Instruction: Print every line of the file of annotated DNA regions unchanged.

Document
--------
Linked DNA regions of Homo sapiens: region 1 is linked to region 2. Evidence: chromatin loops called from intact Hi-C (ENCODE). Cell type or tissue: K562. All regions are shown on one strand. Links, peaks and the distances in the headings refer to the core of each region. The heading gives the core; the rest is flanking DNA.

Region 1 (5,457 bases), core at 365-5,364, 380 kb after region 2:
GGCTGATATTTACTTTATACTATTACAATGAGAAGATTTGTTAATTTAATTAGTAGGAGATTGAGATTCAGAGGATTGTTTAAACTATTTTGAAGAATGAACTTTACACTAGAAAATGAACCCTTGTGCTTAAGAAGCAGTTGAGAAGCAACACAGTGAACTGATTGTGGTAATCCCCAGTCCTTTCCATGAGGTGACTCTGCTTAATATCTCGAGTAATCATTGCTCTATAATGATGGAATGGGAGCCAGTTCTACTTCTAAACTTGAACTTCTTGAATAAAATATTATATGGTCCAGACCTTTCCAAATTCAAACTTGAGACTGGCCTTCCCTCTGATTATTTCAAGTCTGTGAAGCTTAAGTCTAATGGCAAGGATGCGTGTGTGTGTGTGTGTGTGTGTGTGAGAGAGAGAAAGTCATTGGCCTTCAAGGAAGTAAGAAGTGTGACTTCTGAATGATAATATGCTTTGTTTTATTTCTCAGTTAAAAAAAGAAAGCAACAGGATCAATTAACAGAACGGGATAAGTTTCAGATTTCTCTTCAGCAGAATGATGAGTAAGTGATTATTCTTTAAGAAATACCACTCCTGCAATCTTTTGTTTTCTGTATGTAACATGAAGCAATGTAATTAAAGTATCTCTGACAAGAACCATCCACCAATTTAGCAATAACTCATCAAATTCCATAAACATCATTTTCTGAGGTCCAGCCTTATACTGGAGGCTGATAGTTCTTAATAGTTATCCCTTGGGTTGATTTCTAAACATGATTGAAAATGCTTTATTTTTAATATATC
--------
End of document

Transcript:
Linked DNA regions of Homo sapiens: region 1 is linked to region 2. Evidence: chromatin loops called from intact Hi-C (ENCODE). Cell type or tissue: K562. All regions are shown on one strand. Links, peaks and the distances in the headings refer to the core of each region. The heading gives the core; the rest is flanking DNA.

Region 1 (5,457 bases), core at 365-5,364, 380 kb after region 2:
GGCTGATATTTACTTTATACTATTACAATGAGAAGATTTGTTAATTTAATTAGTAGGAGATTGAGATTCAGAGGATTGTTTAAACTATTTTGAAGAATGAACTTTACACTAGAAAATGAACCCTTGTGCTTAAGAAGCAGTTGAGAAGCAACACAGTGAACTGATTGTGGTAATCCCCAGTCCTTTCCATGAGGTGACTCTGCTTAATATCTCGAGTAATCATTGCTCTATAATGATGGAATGGGAGCCAGTTCTACTTCTAAACTTGAACTTCTTGAATAAAATATTATATGGTCCAGACCTTTCCAAATTCAAACTTGAGACTGGCCTTCCCTCTGATTATTTCAAGTCTGTGAAGCTTAAGTCTAATGGCAAGGATGCGTGTGTGTGTGTGTGTGTGTGTGTGAGAGAGAGAAAGTCATTGGCCTTCAAGGAAGTAAGAAGTGTGACTTCTGAATGATAATATGCTTTGTTTTATTTCTCAGTTAAAAAAAGAAAGCAACAGGATCAATTAACAGAACGGGATAAGTTTCAGATTTCTCTTCAGCAGAATGATGAGTAAGTGATTATTCTTTAAGAAATACCACTCCTGCAATCTTTTGTTTTCTGTATGTAACATGAAGCAATGTAATTAAAGTATCTCTGACAAGAACCATCCACCAATTTAGCAATAACTCATCAAATTCCATAAACATCATTTTCTGAGGTCCAGCCTTATACTGGAGGCTGATAGTTCTTAATAGTTATCCCTTGGGTTGATTTCTAAACATGATTGAAAATGCTTTATTTTTAATATATC